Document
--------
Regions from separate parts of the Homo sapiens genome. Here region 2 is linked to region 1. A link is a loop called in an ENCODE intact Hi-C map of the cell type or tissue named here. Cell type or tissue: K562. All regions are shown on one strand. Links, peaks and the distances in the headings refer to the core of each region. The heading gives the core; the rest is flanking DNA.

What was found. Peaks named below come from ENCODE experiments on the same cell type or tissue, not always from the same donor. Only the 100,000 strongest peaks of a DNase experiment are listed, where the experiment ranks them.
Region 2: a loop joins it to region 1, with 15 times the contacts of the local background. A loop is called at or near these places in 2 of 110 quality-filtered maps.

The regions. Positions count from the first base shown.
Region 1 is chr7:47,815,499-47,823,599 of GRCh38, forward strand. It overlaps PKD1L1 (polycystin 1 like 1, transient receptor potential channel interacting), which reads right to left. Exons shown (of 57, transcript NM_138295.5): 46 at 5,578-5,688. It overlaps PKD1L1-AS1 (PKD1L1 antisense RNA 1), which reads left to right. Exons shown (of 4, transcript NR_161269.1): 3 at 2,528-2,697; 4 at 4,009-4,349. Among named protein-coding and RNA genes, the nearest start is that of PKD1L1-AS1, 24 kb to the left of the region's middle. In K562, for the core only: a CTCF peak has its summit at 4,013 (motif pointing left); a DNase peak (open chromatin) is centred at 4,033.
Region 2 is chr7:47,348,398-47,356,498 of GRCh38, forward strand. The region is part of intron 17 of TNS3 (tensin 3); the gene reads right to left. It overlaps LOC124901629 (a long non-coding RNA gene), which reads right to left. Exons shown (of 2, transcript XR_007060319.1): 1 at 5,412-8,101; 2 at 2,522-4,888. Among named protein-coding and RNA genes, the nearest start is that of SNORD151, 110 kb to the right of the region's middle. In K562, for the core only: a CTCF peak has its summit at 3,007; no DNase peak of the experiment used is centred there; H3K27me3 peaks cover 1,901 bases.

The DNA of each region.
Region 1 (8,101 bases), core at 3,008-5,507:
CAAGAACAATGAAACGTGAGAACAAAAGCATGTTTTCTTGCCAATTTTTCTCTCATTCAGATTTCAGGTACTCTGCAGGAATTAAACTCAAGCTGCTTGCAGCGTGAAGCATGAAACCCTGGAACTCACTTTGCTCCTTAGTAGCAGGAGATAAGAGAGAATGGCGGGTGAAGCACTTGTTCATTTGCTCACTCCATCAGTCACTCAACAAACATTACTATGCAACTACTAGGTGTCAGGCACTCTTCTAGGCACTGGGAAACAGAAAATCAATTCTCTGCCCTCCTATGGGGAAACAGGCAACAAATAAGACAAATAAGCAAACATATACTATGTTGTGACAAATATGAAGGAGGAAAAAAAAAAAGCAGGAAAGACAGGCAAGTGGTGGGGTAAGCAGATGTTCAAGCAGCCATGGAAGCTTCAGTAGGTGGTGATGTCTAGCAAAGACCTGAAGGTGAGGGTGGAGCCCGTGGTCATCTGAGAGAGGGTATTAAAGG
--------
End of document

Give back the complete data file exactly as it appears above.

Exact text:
Regions from separate parts of the Homo sapiens genome. Here region 2 is linked to region 1. A link is a loop called in an ENCODE intact Hi-C map of the cell type or tissue named here. Cell type or tissue: K562. All regions are shown on one strand. Links, peaks and the distances in the headings refer to the core of each region. The heading gives the core; the rest is flanking DNA.

What was found. Peaks named below come from ENCODE experiments on the same cell type or tissue, not always from the same donor. Only the 100,000 strongest peaks of a DNase experiment are listed, where the experiment ranks them.
Region 2: a loop joins it to region 1, with 15 times the contacts of the local background. A loop is called at or near these places in 2 of 110 quality-filtered maps.

The regions. Positions count from the first base shown.
Region 1 is chr7:47,815,499-47,823,599 of GRCh38, forward strand. It overlaps PKD1L1 (polycystin 1 like 1, transient receptor potential channel interacting), which reads right to left. Exons shown (of 57, transcript NM_138295.5): 46 at 5,578-5,688. It overlaps PKD1L1-AS1 (PKD1L1 antisense RNA 1), which reads left to right. Exons shown (of 4, transcript NR_161269.1): 3 at 2,528-2,697; 4 at 4,009-4,349. Among named protein-coding and RNA genes, the nearest start is that of PKD1L1-AS1, 24 kb to the left of the region's middle. In K562, for the core only: a CTCF peak has its summit at 4,013 (motif pointing left); a DNase peak (open chromatin) is centred at 4,033.
Region 2 is chr7:47,348,398-47,356,498 of GRCh38, forward strand. The region is part of intron 17 of TNS3 (tensin 3); the gene reads right to left. It overlaps LOC124901629 (a long non-coding RNA gene), which reads right to left. Exons shown (of 2, transcript XR_007060319.1): 1 at 5,412-8,101; 2 at 2,522-4,888. Among named protein-coding and RNA genes, the nearest start is that of SNORD151, 110 kb to the right of the region's middle. In K562, for the core only: a CTCF peak has its summit at 3,007; no DNase peak of the experiment used is centred there; H3K27me3 peaks cover 1,901 bases.

The DNA of each region.
Region 1 (8,101 bases), core at 3,008-5,507:
CAAGAACAATGAAACGTGAGAACAAAAGCATGTTTTCTTGCCAATTTTTCTCTCATTCAGATTTCAGGTACTCTGCAGGAATTAAACTCAAGCTGCTTGCAGCGTGAAGCATGAAACCCTGGAACTCACTTTGCTCCTTAGTAGCAGGAGATAAGAGAGAATGGCGGGTGAAGCACTTGTTCATTTGCTCACTCCATCAGTCACTCAACAAACATTACTATGCAACTACTAGGTGTCAGGCACTCTTCTAGGCACTGGGAAACAGAAAATCAATTCTCTGCCCTCCTATGGGGAAACAGGCAACAAATAAGACAAATAAGCAAACATATACTATGTTGTGACAAATATGAAGGAGGAAAAAAAAAAAGCAGGAAAGACAGGCAAGTGGTGGGGTAAGCAGATGTTCAAGCAGCCATGGAAGCTTCAGTAGGTGGTGATGTCTAGCAAAGACCTGAAGGTGAGGGTGGAGCCCGTGGTCATCTGAGAGAGGGTATTAAAGG